Very charming! YSL Best wishes from Philadelphia. Neil
Amazing architecture of the castle! Excellent night shot!
I am adding you to my favorite list of photographers
Grazie per le visite e per i graditi commenti. Saluti Vanni
Best wishes from Russia!
Very nice catch, Mr. Holzmann! As you no doubt know by now, Google Earth's satellite imagery of the site stinks, and there is not even a marker on the map yet for this rather generous Maya site. I was not amused that I was not permitted to use a tripod on the site in 2011--I had to go to great lengths just to persuade the individual in charge of the site that day that a Nikon D90 is NOT a videocam--in any case, I had no intention of using it as one--but I did as well as I could hand held.
All of the site designations were interpolated from Dr. Jaime Awe's Maya Cities and Sacred Caves: A Guide to the Maya Sites of Belize, 2nd edition, published by Cubola Productions, 35 Elizabeth Street, Benque Viejo del Carmen, Belize, Central America; which I highly recommend to anyone interested in the Maya. As always errors are my own, and I will be delighted to be able to correct them as they are brought to my attention.
kalina10 - Beautiful and inspired lyrics. Thanks a lot! ... Regards, Stefan.
Beautiful picture.Impressive framing,perspective and realism L
Thank you, Rainer! I'm glad you like it! A short while ago I was startled to learn that the shakes used for roofing the nearby Smith's Fort Plantation Manor House (c. 1765) were made of Bald Cypress, but after this visit to Harrison's Beach I realized it made perfect sense!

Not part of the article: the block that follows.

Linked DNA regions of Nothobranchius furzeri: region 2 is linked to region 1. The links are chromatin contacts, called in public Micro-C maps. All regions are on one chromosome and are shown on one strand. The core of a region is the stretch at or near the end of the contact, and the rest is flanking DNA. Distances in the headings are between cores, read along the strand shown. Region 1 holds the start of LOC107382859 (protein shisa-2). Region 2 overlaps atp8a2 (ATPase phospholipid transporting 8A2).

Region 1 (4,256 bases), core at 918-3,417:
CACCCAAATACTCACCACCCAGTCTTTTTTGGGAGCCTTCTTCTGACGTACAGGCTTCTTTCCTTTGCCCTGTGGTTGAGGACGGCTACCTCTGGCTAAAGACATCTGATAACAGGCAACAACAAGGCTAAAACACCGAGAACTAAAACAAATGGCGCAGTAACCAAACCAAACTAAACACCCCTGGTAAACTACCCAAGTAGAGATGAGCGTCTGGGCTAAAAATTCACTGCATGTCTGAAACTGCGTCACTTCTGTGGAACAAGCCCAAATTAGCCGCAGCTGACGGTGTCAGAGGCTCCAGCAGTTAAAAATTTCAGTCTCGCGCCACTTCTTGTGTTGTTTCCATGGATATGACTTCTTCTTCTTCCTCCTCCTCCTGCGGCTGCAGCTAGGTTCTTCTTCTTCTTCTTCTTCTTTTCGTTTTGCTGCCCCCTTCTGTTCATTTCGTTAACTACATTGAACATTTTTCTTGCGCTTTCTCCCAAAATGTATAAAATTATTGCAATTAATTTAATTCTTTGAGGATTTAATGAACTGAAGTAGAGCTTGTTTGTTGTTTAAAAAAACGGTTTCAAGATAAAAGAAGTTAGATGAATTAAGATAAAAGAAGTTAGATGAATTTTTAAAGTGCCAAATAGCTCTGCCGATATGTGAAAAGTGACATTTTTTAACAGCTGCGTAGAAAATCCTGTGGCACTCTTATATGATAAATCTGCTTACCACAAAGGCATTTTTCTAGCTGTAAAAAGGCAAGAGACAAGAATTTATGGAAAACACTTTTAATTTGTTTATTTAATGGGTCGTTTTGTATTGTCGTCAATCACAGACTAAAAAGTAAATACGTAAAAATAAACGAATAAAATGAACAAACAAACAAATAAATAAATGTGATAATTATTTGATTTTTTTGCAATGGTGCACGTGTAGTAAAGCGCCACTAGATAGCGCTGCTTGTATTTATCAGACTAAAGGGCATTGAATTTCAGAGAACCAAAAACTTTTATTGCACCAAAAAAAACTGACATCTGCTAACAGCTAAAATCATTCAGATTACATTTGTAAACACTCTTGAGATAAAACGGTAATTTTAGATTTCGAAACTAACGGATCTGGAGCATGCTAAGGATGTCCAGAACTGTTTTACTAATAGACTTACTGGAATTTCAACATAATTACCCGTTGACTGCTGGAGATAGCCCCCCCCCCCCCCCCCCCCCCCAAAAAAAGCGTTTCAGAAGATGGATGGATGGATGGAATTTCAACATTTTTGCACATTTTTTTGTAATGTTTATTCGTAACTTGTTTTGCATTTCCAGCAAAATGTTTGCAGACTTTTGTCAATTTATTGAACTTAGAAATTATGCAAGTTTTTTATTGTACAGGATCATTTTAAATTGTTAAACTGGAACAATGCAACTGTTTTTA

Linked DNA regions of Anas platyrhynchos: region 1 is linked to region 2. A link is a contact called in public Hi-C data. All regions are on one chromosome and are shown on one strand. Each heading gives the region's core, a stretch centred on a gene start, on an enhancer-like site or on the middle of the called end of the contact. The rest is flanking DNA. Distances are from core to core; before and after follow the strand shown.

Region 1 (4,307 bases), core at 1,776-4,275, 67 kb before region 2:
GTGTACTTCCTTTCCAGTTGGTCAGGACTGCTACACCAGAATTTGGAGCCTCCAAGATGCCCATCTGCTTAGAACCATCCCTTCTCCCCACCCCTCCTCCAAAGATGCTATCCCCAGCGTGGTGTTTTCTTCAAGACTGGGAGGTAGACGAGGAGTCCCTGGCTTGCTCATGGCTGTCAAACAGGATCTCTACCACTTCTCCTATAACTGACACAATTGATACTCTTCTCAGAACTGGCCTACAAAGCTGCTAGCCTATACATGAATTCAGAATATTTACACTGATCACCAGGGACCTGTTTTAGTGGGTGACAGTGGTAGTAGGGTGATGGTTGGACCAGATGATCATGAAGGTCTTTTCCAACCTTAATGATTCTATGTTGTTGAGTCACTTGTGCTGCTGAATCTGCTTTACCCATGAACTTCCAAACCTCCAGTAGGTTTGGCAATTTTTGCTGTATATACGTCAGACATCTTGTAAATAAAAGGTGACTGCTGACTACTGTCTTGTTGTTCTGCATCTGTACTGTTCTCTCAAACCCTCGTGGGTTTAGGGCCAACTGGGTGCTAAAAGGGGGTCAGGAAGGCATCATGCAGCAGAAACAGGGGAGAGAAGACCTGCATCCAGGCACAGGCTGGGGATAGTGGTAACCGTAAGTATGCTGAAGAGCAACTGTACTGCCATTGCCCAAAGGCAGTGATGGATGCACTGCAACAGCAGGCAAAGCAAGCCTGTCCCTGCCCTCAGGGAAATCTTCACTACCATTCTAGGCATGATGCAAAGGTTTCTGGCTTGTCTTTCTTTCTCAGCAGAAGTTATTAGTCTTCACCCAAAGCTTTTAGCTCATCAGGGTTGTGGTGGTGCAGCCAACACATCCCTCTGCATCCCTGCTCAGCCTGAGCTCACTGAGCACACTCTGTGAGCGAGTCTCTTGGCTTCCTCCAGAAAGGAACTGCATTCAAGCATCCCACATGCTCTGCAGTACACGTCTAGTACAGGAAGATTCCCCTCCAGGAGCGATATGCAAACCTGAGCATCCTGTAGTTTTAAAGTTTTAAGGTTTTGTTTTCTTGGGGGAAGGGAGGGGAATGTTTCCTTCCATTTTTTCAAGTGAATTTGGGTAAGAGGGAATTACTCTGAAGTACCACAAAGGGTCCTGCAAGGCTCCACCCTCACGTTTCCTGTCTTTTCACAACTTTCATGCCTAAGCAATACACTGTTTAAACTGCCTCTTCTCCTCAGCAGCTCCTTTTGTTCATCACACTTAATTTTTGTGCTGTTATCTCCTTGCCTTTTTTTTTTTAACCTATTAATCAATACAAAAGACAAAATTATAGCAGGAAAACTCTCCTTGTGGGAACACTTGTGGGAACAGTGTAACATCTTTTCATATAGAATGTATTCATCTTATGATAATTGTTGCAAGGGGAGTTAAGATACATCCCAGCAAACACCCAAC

Thank you, Newerman. It is an illustration of the effect of Twentieth Century communication and power systems on the scenery. Fortunately nature manages to be beautiful even when we hack away at it with professional tools.
I am glad you like the photograph. Thank you for your visit!
Thank you very much, Newerman. I am very happy that it has pleased you so much. This is one of the forgotten places of American history, as a prosperous Eighteenth Century port town named Cobham was located here at the confluence of the creek with the James river, but it was burned quite successfully by the British during the Revolutionary War and it was never rebuilt.
The land itself for several miles around had been given as a dower gift by Powhatan to John Rolfe upon his marriage to Pocahontas (Matoaka) in the early Seventeenth Century. Access today is by a private road with a minimum five-dollar toll. But the damaged pier you see here was probably swept away in a fairly recent hurricane, which evidently also put a hundred feet of this sandy beach under water.